With support for Angela Merkel’s governing coalition surging during the coronavirus pandemic, Germany’s Alternative für Deutschland, the largest opposition party in the Bundestag, has opted for a vicious bout of public infighting that could split the party in two.
The national board of the anti-immigration AfD narrowly voted last Friday to strip party membership from Andreas Kalbitz, a key networker on the rabidly nationalist fringes of the party’s eastern German branches.
Kalbitz, a 47-year-old former professional soldier who heads the AfD in Brandenburg, was ousted over allegedly declining to inform the party of his former membership of a banned neo-Nazi group, German Youths Loyal to the Fatherland, when applying to join the party in 2013. He was last year also revealed to have been named by the German embassy in Athens as one of 14 neo-Nazis who travelled to the Greek capital in 2007 for a far-right rally.
The AfD has struggled to formulate a coherent stance on the coronavirus and failed to leverage a grassroots anti-lockdown movement, and the expulsion of Kalbitz has caused a split through the party’s leadership and set eastern against western delegates.
The move was driven by Jörg Meuthen, an AfD co-leader from the party’s middle-class libertarian wing. The former economics professor represents the kind of conservatives who founded the party in protest against Greek bailout payments in 2013, and who previously defended the more extremist positions held by its politicians in the formerly socialist east by claiming their radicalism was exaggerated by the media.
But since the German domestic intelligence agency’s designation in March of an AfD faction known as the Wing (Flügel) as a far-right extremist group warranting state surveillance, their alliance has been under strain.
“We are a traditional conservative party,” Meuthen told ARD public television. “We need to demonstrate cohesion but we also need to clearly distance ourselves from extreme-right positions.”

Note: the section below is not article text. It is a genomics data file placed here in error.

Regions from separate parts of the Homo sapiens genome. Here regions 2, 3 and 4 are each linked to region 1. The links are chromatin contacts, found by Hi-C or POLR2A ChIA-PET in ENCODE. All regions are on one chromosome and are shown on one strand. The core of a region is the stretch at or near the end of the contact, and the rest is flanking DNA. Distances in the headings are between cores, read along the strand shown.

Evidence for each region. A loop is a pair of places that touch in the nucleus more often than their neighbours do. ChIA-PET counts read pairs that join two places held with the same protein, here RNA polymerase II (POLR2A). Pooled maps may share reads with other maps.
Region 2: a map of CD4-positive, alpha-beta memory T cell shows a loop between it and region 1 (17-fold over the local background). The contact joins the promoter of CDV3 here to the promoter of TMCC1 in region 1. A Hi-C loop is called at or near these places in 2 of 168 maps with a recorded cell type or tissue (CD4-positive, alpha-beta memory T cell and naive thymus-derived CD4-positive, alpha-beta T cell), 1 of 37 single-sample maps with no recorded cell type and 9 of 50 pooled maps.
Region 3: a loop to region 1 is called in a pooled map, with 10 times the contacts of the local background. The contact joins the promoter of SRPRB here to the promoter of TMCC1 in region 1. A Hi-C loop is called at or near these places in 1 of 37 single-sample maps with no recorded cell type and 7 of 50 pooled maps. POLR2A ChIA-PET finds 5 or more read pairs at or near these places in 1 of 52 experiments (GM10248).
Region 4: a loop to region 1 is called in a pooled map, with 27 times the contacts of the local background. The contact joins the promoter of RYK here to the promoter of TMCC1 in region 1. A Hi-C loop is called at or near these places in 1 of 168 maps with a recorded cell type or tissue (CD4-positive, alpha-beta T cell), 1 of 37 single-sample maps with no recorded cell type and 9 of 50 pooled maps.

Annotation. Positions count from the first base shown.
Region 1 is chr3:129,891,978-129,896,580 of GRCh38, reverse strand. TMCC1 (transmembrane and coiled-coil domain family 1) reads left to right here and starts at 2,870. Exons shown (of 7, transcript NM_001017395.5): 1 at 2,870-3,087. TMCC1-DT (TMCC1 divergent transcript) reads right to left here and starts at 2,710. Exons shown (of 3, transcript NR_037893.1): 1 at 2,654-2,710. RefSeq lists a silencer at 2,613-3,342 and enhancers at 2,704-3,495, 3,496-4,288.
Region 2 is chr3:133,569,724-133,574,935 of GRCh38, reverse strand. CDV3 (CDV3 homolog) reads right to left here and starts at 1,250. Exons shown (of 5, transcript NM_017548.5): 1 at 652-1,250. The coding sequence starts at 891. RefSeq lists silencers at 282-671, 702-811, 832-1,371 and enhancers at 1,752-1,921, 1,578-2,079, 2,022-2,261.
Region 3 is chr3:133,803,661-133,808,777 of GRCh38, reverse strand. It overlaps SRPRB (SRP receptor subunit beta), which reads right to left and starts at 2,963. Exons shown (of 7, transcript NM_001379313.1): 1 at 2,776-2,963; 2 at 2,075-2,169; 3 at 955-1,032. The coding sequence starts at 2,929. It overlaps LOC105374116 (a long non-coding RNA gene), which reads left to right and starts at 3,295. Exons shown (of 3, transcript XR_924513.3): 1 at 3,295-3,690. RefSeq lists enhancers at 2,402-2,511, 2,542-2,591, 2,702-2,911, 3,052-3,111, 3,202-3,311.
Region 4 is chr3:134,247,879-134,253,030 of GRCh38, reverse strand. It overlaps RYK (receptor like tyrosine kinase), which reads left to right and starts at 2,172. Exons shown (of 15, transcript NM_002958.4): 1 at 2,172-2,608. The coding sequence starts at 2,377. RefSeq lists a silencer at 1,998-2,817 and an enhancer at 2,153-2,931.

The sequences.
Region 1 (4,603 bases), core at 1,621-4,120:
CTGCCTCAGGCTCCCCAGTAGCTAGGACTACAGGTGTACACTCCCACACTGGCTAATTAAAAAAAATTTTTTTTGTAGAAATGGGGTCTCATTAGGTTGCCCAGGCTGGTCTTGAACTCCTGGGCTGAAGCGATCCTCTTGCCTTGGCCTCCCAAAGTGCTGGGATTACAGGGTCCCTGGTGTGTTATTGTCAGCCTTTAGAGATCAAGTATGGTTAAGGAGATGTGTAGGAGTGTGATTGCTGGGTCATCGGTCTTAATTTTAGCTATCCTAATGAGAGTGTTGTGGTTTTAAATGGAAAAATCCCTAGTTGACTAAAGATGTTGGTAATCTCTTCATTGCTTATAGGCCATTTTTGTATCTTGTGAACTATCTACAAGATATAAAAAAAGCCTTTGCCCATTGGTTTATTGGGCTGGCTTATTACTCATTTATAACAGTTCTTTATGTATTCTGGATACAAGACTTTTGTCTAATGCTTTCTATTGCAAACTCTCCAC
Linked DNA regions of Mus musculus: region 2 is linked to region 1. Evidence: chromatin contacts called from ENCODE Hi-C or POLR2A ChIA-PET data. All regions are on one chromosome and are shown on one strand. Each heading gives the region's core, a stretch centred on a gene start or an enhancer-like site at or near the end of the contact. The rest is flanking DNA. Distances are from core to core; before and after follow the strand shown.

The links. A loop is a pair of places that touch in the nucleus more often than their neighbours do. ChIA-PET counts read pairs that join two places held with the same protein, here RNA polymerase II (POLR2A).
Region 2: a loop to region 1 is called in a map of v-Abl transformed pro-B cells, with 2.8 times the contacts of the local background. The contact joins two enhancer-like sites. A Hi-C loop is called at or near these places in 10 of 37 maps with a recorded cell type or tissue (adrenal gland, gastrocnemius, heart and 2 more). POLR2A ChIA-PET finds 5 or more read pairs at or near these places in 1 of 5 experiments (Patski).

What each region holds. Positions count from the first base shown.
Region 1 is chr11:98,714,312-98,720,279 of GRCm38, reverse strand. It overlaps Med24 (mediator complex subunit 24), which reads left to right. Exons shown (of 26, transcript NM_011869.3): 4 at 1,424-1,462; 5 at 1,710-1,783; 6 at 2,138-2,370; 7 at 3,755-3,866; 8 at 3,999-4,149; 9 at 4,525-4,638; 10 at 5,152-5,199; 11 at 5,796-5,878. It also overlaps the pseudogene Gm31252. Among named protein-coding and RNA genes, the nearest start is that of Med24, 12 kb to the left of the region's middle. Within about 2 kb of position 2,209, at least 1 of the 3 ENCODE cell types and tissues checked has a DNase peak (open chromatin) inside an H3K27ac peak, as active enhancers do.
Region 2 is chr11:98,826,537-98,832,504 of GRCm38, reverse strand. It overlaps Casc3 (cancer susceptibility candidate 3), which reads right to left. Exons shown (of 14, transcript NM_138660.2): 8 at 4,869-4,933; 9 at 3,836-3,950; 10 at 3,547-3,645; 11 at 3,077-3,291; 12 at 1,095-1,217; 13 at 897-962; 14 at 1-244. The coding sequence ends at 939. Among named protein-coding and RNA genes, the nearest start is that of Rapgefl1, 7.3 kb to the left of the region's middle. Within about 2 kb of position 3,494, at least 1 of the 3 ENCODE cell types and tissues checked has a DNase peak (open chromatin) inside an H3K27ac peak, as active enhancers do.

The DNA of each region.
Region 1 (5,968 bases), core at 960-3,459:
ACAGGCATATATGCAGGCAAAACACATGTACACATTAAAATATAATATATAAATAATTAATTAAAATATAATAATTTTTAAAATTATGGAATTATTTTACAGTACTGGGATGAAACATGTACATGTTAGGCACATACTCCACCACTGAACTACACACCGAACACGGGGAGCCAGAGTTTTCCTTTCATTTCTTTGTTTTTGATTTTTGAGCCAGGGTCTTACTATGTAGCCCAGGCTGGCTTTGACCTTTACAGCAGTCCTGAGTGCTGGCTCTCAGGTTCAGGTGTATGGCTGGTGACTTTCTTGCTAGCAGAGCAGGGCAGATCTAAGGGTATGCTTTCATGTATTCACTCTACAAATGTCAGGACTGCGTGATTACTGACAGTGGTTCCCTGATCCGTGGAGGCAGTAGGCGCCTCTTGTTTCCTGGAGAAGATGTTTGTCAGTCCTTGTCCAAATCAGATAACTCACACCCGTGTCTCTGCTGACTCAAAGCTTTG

On Saturday night, the Thuringian party leader, Björn Höcke, posted a video on Facebook in which he described the push to expel his ally Kalbitz as a “political act” on behalf of Meuthen and a “betrayal”. Höcke, who is seen as the figurehead of the AfD’s nationalist völkisch tendency, added: “I won’t allow the division and destruction of our party.”
Which side of the party will succeed in pushing out the other remains unclear. The AfD’s other co-leader, Tino Chrupalla, and its two parliamentary leaders, Alice Weidel and Alexander Gauland, were reportedly against ousting Kalbitz, who has vowed to take legal action against his expulsion and on Monday announced he would stay on as a member of the AfD’s delegation in the Brandenburg state parliament.
To complicate proceedings further, the original 2013 membership application in which Kalbitz had allegedly failed to acknowledge his neo-Nazi past appears to have gone missing.
The AfD has been the largest opposition force in Germany’s parliament since the 2017 elections. But the party’s fortunes have plummeted during the Covid-19 pandemic, with several recent polls putting its share of the vote below 10%.
For Merkel the pandemic has prompted a political comeback. Her personal approval ratings have shot up on the back of a crisis management perceived as calm and competent, and her Christian Democratic Union party leads the polls on about 38% of the vote.
The AfD, a populist outfit that in the past excelled at pinning the blame for complex geopolitical developments to single actors or ethnic groups, has wavered between accusing the Merkel government of shutting down the country’s borders too late and accusing it of not lifting the lockdown earlier.
On social media, Chrupalla has demanded a “reopening of the economy” while simultaneously opposing proposed measures to control the spread of the coronavirus after lockdown restrictions are eased, such as contact tracing apps, immunity passports and mandatory vaccinations.
The AfD has so far failed to exploit a burgeoning anti-lockdown protest movement that has brought together conspiracy theorists from the far right and the far left.